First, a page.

But when you get out to those fringes of the regs, you start running into weird interactions and overlaps. Your formerly strict, ironclad rules start getting a whoooole lot of *¹†‡₂ attached to them to let you know “This is the rule 99.995% of the time, except for all these times.” Where this gets particularly exciting is when two regulatory bodies disagree on what is supposed to be done for the same special case. And when is it most exciting? Why, it’s when you hit law enforcement and add guns to regulatory conflict!

STORY TIME BEGINS! (please note, vagueness in details is intentional)

 


Once upon a time, there was a new worker that applied to work at the nuclear facility. Because it is a nuclear facility, there are some places you aren’t allowed to go to until your background check is completed and you have clearance. This is a thing management knows and understands, but they certainly don’t want to be paying you to do nothing. And so, they have created an uncleared area where these new workers can be escorted to and do all of their training while waiting for the background check to come back. It is called the Green Room. Because there tends to be A LOT of training and certifications involved with working at nuclear facilities and background checks are slow, workers could end up in the Green Room for months.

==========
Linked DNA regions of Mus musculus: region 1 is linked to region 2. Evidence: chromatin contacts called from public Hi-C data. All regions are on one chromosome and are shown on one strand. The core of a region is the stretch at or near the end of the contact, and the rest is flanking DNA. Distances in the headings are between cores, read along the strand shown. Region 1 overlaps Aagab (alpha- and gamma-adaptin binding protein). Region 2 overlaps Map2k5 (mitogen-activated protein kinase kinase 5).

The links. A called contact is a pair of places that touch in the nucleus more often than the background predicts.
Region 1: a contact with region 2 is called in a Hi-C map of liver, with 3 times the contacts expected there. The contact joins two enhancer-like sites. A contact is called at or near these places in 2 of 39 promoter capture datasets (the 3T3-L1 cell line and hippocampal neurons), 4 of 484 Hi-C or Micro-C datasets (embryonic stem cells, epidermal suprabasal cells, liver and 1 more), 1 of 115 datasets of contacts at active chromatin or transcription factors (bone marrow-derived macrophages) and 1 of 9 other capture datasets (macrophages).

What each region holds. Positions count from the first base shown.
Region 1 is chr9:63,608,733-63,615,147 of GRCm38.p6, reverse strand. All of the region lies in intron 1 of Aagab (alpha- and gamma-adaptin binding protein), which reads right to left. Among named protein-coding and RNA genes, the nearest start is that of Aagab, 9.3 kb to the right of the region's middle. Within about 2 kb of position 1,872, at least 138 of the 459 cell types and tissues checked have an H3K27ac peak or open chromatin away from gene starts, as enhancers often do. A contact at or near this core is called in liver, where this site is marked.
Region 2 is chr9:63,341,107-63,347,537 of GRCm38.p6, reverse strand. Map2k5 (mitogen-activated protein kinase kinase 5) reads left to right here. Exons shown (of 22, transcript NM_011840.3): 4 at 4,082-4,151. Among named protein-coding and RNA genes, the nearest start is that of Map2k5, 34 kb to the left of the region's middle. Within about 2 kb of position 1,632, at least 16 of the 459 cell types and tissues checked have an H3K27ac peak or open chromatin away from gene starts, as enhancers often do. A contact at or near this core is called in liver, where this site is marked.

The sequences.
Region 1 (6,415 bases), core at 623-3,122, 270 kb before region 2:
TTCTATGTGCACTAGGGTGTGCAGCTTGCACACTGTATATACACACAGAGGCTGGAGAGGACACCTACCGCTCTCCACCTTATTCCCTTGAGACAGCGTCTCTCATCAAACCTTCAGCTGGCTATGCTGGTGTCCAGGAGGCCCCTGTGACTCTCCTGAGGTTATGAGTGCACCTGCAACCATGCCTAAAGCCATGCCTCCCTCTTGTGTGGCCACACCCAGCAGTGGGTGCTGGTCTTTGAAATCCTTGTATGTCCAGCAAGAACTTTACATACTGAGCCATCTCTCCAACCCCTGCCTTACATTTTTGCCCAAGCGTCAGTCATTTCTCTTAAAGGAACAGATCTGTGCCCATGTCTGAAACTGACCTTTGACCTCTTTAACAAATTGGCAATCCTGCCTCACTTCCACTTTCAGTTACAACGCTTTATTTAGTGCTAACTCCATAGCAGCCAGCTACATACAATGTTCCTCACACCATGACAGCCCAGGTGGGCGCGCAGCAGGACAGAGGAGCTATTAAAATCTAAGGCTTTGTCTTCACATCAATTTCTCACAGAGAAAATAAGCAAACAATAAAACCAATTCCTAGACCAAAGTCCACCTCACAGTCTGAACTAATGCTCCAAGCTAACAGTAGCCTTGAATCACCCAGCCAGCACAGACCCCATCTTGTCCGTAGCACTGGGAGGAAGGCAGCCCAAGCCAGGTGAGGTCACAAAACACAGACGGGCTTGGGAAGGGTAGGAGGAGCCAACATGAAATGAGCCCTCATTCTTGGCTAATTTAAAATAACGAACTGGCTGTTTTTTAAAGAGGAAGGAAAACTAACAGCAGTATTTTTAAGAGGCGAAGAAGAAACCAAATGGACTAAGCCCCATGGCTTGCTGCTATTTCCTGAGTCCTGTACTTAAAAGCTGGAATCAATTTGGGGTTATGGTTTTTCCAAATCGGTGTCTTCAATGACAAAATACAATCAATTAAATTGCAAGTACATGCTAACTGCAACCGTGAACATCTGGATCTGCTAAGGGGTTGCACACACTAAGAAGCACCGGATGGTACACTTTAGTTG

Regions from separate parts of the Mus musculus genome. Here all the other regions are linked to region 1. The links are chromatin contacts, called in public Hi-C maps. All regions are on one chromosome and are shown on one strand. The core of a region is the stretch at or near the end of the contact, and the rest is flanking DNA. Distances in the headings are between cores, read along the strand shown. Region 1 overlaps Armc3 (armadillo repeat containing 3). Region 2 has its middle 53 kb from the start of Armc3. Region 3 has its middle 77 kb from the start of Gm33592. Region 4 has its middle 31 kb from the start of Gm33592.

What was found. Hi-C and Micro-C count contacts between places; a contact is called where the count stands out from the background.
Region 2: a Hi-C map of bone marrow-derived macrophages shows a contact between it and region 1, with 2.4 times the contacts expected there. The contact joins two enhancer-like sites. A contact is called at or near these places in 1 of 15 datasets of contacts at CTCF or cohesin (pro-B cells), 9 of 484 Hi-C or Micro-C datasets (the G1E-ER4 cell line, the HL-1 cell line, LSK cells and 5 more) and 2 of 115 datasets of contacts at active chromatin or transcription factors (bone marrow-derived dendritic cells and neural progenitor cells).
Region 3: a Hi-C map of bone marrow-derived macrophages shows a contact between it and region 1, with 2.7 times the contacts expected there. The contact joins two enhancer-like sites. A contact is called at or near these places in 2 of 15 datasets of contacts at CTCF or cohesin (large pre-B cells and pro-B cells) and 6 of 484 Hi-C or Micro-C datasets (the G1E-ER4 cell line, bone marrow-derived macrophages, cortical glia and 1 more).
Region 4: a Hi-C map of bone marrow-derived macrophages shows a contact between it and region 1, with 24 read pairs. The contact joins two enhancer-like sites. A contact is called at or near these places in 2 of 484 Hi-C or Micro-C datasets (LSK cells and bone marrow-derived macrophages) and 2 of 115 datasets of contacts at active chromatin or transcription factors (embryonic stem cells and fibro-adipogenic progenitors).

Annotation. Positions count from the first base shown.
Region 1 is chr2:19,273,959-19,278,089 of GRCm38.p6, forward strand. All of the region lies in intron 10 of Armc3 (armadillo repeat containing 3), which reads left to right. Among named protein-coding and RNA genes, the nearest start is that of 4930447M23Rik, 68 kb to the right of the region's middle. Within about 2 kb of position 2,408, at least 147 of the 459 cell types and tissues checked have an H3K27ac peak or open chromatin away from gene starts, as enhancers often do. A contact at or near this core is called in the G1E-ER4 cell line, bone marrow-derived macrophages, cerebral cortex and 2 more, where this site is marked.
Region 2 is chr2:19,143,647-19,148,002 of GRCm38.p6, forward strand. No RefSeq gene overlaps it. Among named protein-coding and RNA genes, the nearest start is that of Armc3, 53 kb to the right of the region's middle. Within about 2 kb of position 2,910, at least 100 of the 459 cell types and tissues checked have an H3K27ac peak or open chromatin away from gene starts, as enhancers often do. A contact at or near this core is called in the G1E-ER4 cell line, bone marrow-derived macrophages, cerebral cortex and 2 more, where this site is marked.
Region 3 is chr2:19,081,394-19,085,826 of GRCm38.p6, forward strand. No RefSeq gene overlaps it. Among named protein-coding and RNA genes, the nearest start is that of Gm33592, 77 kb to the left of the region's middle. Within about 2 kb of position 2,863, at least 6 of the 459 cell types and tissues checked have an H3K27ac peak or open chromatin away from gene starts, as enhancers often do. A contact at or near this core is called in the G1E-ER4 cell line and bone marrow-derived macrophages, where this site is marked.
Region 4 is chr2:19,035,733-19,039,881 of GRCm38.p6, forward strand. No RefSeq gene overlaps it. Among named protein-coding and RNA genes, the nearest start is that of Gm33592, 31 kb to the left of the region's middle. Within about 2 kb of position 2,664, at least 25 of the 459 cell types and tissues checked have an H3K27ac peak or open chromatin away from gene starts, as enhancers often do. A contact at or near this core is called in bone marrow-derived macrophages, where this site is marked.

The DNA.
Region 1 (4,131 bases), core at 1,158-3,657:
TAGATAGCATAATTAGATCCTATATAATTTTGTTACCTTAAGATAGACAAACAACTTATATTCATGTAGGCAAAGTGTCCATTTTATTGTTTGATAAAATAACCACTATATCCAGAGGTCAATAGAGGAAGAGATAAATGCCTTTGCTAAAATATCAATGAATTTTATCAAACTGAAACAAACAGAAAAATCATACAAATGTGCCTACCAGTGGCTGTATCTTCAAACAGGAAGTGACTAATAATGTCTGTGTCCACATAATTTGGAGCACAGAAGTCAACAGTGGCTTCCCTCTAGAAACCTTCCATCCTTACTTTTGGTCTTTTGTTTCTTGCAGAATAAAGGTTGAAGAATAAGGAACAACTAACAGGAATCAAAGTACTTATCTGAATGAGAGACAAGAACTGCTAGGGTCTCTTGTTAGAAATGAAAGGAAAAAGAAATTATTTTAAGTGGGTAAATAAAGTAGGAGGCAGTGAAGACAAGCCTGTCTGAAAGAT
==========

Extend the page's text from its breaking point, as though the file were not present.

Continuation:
But this particular worker had a problem. It seems that he had some outstanding warrants. Normally, this would be a call to the local police to pick him up and present the worker to the court. Or maybe you’d call the sheriff or state troopers if those warrants were for another part of the state. But no, this particular worker’s warrants were federal with interstate pursuit. There was no need to call anyone to come pick this guy up; the flag came up with a notification “A US Marshal is on the way to apprehend the fugitive.”

Rocky Flats DEADLY FORCE sign, courtesy of the Rocky Flats Cold War Museum